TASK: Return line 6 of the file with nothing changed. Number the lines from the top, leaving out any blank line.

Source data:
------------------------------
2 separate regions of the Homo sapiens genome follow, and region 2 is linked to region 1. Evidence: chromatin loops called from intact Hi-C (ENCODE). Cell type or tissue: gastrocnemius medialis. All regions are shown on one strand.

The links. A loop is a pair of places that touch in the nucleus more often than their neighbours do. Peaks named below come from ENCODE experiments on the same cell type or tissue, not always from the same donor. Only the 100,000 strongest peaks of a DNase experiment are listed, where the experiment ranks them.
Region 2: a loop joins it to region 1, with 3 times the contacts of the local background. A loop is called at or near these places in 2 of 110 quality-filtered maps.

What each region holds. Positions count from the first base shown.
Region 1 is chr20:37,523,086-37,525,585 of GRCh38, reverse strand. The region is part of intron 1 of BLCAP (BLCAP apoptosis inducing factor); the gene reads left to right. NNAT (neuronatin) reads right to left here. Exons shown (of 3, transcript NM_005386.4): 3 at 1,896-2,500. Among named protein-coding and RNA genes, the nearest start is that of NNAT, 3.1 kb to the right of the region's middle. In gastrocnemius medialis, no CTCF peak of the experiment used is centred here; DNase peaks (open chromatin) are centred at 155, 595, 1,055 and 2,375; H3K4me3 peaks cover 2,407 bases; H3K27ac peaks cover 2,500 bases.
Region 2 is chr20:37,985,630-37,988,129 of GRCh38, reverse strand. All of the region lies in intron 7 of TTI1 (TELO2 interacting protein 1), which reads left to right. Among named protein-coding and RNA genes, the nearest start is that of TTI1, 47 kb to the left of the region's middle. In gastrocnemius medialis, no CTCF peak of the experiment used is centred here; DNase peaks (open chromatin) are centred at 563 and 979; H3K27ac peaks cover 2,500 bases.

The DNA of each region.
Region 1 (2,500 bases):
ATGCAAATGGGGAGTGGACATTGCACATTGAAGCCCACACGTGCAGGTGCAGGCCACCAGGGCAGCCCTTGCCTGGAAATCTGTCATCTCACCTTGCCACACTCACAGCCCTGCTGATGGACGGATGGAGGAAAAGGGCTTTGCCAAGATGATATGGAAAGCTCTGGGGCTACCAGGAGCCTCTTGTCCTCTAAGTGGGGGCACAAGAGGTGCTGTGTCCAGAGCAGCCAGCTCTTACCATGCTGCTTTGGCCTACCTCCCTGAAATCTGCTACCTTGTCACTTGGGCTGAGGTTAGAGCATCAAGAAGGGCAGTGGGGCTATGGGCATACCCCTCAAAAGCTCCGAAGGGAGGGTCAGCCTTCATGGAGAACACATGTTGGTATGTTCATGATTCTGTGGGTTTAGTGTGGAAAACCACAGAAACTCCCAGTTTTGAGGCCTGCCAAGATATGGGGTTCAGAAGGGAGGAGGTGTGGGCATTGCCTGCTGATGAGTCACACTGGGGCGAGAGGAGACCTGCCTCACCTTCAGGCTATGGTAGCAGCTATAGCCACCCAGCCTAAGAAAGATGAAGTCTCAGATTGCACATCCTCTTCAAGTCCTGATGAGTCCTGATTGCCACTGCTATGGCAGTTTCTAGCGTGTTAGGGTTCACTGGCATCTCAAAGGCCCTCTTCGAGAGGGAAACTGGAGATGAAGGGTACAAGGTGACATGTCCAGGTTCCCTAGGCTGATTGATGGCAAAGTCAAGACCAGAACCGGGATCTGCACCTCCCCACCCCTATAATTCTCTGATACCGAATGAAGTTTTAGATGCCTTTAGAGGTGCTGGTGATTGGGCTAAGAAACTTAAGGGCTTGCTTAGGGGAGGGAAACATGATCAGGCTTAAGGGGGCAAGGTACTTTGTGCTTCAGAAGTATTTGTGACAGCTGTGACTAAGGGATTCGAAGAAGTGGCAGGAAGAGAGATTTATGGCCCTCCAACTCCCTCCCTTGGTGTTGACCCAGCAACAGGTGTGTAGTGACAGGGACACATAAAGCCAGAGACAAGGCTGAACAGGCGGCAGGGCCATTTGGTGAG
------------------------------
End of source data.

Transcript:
Region 2 is chr20:37,985,630-37,988,129 of GRCh38, reverse strand. All of the region lies in intron 7 of TTI1 (TELO2 interacting protein 1), which reads left to right. Among named protein-coding and RNA genes, the nearest start is that of TTI1, 47 kb to the left of the region's middle. In gastrocnemius medialis, no CTCF peak of the experiment used is centred here; DNase peaks (open chromatin) are centred at 563 and 979; H3K27ac peaks cover 2,500 bases.